Exhibition Guide - Introduction
Dan Kidner

‘The Inoperative Community’ is an exhibition of experimentalnarrative film and video that address ideas of community and theshifting nature of social relations. It draws on work made since 1968 for cinema, television and the gallery, signaling the overlapping andentangled histories of these sites. The exhibition’s title is borrowed from Jean-Luc Nancy’s 1983 essay of the same name, and all theworks in different ways bear witness to what Nancy characterised as the ‘dissolution, the dislocation, or the conflagration of community’. Many concern the limits of political activism and the fate of left political subcultures, and all use narrative as a meansto explore social and political issues.

The exhibition focuses on a period that could be described as the long 1970s (1968–84) – all the works were either made during this time or revisit the aesthetic debates, or reflect on the radical social and political movements of the era. This period, that French philosopher Alain Badiou has called the ‘red decade’, began with national liberation struggles, mass student movements and workers’ revolts. It ended with the abrupt foreclosure of thesemovements and a return to early cold war levels of suspicion of socialism, a fear of a nuclear war and the birth of neoliberalism.

Encompassing over fifty hours of material the exhibition can benavigated by means of a programme displayed in the entrance of Raven Row and also contained within the exhibition guide booklet. Each visitor will only be able to see a fraction of the works on offer, but connectionscan be made between works on any particular course through thisconstellation of charged images. While it is possible to drift through the exhibition, sampling films, each benefits from watching from beginning to end. The screening room on the ground floor takes a more literal and structured approach to the historical and politicalframe of the exhibition. The programmes begin with an Anglo-French focus before expanding to include international filmmakers reflecting on the radical political movements of the 1960s and1970s. Correspondences can be found uniting films in the galleries and the screening room programmes, and dialogues emerge between filmmakers from different generations and disciplines.

Nancy described the experience of community as a dislocation or loss, recasting community as an ontological concept rather than asocial project that could be realised. He attempted to disassociate the word from issues of identity, and described a world where thesocial body had become atomised into the private order of the individual. The discourse of community, or ‘communisation’, which was revived and thoroughly transfigured by Badiou and others in the 2000s, constitutes an attempt to rethink the relationship of politics and philosophy. These discourses represent one reference point that influenced the selection and exhibition design of ‘The Inoperative Community’. Another was the relationship of narrative film and video – the diary film, essay film and political documentary– to the materialist or ‘structural’ practices that still dominate histories of experimental film and video.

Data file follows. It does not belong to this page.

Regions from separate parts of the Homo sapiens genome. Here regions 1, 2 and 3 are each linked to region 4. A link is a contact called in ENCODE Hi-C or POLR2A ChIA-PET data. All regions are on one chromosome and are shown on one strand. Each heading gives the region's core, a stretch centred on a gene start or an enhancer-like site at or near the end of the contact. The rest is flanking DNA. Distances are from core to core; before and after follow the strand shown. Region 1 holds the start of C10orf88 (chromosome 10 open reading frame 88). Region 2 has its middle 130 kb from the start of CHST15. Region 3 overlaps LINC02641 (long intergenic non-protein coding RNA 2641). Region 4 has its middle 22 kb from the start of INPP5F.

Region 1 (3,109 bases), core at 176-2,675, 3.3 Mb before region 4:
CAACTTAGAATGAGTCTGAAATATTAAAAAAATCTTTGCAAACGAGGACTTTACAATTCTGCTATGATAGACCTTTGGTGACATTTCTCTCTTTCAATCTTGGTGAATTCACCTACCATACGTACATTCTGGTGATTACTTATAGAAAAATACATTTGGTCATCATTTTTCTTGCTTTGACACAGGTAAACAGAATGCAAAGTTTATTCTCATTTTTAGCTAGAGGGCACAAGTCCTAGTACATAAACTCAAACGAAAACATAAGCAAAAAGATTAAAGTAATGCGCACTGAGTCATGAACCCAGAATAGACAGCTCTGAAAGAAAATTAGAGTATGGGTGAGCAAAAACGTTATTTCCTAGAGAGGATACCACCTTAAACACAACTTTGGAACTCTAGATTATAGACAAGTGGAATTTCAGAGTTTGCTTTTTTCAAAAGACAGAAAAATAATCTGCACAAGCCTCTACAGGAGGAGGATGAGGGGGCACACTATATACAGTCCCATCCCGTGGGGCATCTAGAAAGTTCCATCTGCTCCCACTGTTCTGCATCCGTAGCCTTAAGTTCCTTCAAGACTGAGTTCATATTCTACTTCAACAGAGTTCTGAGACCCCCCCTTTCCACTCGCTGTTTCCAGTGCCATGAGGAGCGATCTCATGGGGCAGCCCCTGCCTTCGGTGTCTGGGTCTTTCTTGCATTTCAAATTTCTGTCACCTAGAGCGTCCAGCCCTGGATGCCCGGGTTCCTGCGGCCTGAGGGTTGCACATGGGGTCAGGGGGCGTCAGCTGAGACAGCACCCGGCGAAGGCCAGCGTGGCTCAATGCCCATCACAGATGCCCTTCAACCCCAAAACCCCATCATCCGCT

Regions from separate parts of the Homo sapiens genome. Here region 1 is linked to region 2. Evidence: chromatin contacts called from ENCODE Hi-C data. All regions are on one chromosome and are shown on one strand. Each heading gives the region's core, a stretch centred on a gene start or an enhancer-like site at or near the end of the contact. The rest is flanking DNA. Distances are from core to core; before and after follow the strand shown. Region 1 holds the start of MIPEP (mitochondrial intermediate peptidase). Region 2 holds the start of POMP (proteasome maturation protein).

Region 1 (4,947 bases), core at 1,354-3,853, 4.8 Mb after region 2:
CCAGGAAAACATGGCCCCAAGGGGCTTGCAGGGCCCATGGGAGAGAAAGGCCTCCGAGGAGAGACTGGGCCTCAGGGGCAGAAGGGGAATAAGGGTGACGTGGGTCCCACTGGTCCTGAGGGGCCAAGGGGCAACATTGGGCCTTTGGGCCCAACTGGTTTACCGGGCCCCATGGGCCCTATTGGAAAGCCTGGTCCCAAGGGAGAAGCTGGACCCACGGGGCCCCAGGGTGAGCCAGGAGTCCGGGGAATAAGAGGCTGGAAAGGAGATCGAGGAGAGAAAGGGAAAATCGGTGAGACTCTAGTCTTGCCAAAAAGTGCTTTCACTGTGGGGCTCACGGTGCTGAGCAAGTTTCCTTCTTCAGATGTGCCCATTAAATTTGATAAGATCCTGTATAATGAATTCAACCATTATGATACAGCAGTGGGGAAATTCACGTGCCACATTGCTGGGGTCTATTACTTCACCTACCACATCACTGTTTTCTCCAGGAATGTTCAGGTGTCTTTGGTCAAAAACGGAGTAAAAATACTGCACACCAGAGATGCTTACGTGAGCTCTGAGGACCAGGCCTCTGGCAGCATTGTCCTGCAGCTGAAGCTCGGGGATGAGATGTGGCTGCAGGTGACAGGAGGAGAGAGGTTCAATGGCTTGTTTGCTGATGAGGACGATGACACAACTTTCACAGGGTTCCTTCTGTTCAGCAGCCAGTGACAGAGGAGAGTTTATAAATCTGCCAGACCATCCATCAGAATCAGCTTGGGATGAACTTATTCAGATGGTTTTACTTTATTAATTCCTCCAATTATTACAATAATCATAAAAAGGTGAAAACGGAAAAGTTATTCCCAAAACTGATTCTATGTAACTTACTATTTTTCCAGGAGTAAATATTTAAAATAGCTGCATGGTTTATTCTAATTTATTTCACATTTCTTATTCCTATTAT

‘The Inoperative Community’ doesn’t propose a new theory to explain the proliferation of moving images across the institutional spaces of contemporary art and their relationship to cinema, but it does provide a space to think about these migrations, and the modes of attention and distraction that dictate how these images are consumed. Artists working with film and video in the 1990s often used cinematic devices or appropriated images from Hollywood or European arthouse cinema, re-purposing cinematic images and grammar. In the last ten years, however, there has been a shift away from an interest in deconstructing cinematic grammar, and an increased interest in the film avant-gardes of the 1960s and 1970s. Crucially, this period is not viewed as a dead history, but rather as a live tradition within which filmmakers and artistscan operate. Whilst gallery artists have looked to the aesthetic and political preoccupations of avant-garde film of the 1970s, some filmmakers working within cinema have started using the kinds of conceptual gestures typical of artists’ film and video made for the gallery. Whilst taking care not to fetishise film projection and cinema – all works are shown digitally – nor encourage the kind of distracted viewing practiced by visitors to galleries, the exhibition registers these complex interchanges.